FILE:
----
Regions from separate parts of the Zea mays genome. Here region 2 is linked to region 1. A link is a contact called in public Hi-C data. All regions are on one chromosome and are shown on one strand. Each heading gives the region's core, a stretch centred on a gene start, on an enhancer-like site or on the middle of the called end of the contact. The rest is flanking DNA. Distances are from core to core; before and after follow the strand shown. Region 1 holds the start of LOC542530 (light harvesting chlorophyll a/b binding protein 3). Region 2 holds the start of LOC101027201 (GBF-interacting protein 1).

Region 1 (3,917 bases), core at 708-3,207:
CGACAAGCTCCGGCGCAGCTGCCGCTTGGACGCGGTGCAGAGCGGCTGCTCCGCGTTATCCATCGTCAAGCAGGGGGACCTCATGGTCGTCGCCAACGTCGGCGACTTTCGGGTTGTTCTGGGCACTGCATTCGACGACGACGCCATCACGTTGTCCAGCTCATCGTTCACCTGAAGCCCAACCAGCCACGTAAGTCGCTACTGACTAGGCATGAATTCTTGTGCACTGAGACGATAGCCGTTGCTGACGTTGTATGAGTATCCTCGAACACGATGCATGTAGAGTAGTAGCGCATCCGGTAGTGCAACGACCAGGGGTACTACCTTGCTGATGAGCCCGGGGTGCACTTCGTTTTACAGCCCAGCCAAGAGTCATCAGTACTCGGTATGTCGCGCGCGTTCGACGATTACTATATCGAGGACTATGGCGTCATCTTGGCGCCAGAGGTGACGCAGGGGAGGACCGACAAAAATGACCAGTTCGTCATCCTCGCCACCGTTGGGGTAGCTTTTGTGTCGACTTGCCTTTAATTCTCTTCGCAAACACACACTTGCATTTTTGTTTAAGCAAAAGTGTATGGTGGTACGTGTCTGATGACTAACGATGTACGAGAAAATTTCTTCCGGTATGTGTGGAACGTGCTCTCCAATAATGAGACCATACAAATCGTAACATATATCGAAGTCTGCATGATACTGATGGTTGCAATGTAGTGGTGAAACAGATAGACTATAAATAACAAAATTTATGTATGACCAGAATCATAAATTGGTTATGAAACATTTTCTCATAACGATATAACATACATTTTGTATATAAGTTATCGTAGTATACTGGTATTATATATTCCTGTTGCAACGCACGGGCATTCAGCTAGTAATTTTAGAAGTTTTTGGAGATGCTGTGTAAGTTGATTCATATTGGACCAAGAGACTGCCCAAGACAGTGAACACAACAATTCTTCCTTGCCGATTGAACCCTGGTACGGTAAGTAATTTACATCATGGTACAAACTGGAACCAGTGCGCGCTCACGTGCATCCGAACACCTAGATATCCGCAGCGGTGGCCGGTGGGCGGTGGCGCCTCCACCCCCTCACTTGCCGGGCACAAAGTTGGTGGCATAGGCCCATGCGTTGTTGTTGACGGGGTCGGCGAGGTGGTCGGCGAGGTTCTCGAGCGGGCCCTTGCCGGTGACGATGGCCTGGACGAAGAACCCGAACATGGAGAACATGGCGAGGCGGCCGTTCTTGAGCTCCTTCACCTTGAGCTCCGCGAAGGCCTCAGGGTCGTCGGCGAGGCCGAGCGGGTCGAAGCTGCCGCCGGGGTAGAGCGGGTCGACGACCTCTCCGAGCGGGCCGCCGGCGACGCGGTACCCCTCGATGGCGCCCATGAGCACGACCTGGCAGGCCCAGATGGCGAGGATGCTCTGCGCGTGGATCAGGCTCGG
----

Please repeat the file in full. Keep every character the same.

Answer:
Regions from separate parts of the Zea mays genome. Here region 2 is linked to region 1. A link is a contact called in public Hi-C data. All regions are on one chromosome and are shown on one strand. Each heading gives the region's core, a stretch centred on a gene start, on an enhancer-like site or on the middle of the called end of the contact. The rest is flanking DNA. Distances are from core to core; before and after follow the strand shown. Region 1 holds the start of LOC542530 (light harvesting chlorophyll a/b binding protein 3). Region 2 holds the start of LOC101027201 (GBF-interacting protein 1).

Region 1 (3,917 bases), core at 708-3,207:
CGACAAGCTCCGGCGCAGCTGCCGCTTGGACGCGGTGCAGAGCGGCTGCTCCGCGTTATCCATCGTCAAGCAGGGGGACCTCATGGTCGTCGCCAACGTCGGCGACTTTCGGGTTGTTCTGGGCACTGCATTCGACGACGACGCCATCACGTTGTCCAGCTCATCGTTCACCTGAAGCCCAACCAGCCACGTAAGTCGCTACTGACTAGGCATGAATTCTTGTGCACTGAGACGATAGCCGTTGCTGACGTTGTATGAGTATCCTCGAACACGATGCATGTAGAGTAGTAGCGCATCCGGTAGTGCAACGACCAGGGGTACTACCTTGCTGATGAGCCCGGGGTGCACTTCGTTTTACAGCCCAGCCAAGAGTCATCAGTACTCGGTATGTCGCGCGCGTTCGACGATTACTATATCGAGGACTATGGCGTCATCTTGGCGCCAGAGGTGACGCAGGGGAGGACCGACAAAAATGACCAGTTCGTCATCCTCGCCACCGTTGGGGTAGCTTTTGTGTCGACTTGCCTTTAATTCTCTTCGCAAACACACACTTGCATTTTTGTTTAAGCAAAAGTGTATGGTGGTACGTGTCTGATGACTAACGATGTACGAGAAAATTTCTTCCGGTATGTGTGGAACGTGCTCTCCAATAATGAGACCATACAAATCGTAACATATATCGAAGTCTGCATGATACTGATGGTTGCAATGTAGTGGTGAAACAGATAGACTATAAATAACAAAATTTATGTATGACCAGAATCATAAATTGGTTATGAAACATTTTCTCATAACGATATAACATACATTTTGTATATAAGTTATCGTAGTATACTGGTATTATATATTCCTGTTGCAACGCACGGGCATTCAGCTAGTAATTTTAGAAGTTTTTGGAGATGCTGTGTAAGTTGATTCATATTGGACCAAGAGACTGCCCAAGACAGTGAACACAACAATTCTTCCTTGCCGATTGAACCCTGGTACGGTAAGTAATTTACATCATGGTACAAACTGGAACCAGTGCGCGCTCACGTGCATCCGAACACCTAGATATCCGCAGCGGTGGCCGGTGGGCGGTGGCGCCTCCACCCCCTCACTTGCCGGGCACAAAGTTGGTGGCATAGGCCCATGCGTTGTTGTTGACGGGGTCGGCGAGGTGGTCGGCGAGGTTCTCGAGCGGGCCCTTGCCGGTGACGATGGCCTGGACGAAGAACCCGAACATGGAGAACATGGCGAGGCGGCCGTTCTTGAGCTCCTTCACCTTGAGCTCCGCGAAGGCCTCAGGGTCGTCGGCGAGGCCGAGCGGGTCGAAGCTGCCGCCGGGGTAGAGCGGGTCGACGACCTCTCCGAGCGGGCCGCCGGCGACGCGGTACCCCTCGATGGCGCCCATGAGCACGACCTGGCAGGCCCAGATGGCGAGGATGCTCTGCGCGTGGATCAGGCTCGG